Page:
Several months ago a friend and I discussed the differences between Harvard Law School and our undergraduate universities. One story he told me involved an answer he gave to a professor’s question during his 1L year at HLS—one that was not bulletproof, but one which his undergrad classmates would have accepted or dismissed without protest. At HLS, another student responded and proceeded to dismantle the argument, picking apart every piece of porous reasoning.
That was the major difference, he and I decided, between HLS and our previous schools. Here, half-baked arguments don’t get a pass and faulty analysis gets called out. For that reason, HLS students tend to think before they speak or, more commonly, share on Facebook. For some, however, such self-restraint becomes an impossibly herculean task during election season.
In one scene from Disney’s “Finding Nemo,” Bruce and two other sharks raise their fins and pledge “fish are friends, not food” during a “Fishaholics Anonymous” meeting. Bruce hasn’t eaten a fish for three weeks, and he appears to have undergone a sincere change of heart. However, it only takes one sniff of blood for Bruce, like HLS students, to cast aside all discipline and self-restraint, and revert to more base instincts.
In Bruce’s case, it means “I’m having fish tonight!” In ours, it means saying—or on Facebook, writing or reposting—arguments taken from the Huffington Post, Drudge, or another partisan website or Facebook page that clearly lack reason or a grounding in fact. My argument isn’t against general opinion statements like “Romney’s handling of women’s issues shows he’s out of touch.” I argue against specific statements, or adoptions of statements through “likes,” “shares” or oral repetitions, so devoid of rational analysis that I can hardly believe they come from an HLS student.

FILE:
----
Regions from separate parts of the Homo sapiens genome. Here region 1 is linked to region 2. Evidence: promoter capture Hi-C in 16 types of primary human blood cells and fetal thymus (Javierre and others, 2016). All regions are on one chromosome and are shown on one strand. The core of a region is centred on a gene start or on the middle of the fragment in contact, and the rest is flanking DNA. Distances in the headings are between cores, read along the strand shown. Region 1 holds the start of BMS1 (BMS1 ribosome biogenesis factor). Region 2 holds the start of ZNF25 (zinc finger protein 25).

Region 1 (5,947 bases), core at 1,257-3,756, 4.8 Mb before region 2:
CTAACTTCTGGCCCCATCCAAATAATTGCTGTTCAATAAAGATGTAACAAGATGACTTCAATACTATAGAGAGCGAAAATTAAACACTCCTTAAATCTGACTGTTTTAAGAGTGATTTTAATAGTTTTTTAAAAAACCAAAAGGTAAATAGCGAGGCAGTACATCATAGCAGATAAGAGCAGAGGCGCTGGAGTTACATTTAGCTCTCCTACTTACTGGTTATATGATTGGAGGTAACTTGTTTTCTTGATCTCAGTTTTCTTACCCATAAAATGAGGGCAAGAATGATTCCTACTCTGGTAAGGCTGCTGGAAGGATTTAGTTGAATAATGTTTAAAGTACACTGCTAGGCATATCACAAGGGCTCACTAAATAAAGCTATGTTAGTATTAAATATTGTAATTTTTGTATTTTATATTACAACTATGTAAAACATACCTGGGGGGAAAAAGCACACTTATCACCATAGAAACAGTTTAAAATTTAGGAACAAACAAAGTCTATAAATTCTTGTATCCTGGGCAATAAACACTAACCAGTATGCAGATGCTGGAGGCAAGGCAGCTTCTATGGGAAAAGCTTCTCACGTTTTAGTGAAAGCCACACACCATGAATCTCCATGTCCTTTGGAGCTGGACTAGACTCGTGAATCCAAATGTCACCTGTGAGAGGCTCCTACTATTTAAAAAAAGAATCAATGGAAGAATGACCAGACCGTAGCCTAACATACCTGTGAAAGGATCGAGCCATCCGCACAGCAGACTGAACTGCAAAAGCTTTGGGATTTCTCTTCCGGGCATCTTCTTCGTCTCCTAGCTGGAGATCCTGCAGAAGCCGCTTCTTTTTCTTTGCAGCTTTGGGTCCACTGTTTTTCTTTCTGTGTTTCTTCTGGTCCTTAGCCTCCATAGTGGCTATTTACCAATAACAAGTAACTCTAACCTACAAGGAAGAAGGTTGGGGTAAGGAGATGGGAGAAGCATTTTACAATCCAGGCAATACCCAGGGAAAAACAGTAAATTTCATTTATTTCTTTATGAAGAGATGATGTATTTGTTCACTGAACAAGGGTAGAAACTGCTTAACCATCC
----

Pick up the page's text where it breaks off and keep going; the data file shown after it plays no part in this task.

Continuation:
The statements and postings from HLS students that best illustrate my point come largely from the political left, which is to be expected given the school’s demographics. Not only do left-leaning individuals have a numerical advantage, but groupthink and unchallenged grandstanding resulting from a largely one-party student body tends to facilitate the abandonment of critical thought. However, the political right also has its share of perpetrators. I reproduced statements from HLS students on both sides to illustrate the point:
A banner with a quote from Mitt Romney saying that he didn’t fight in Vietnam because he was “too important.”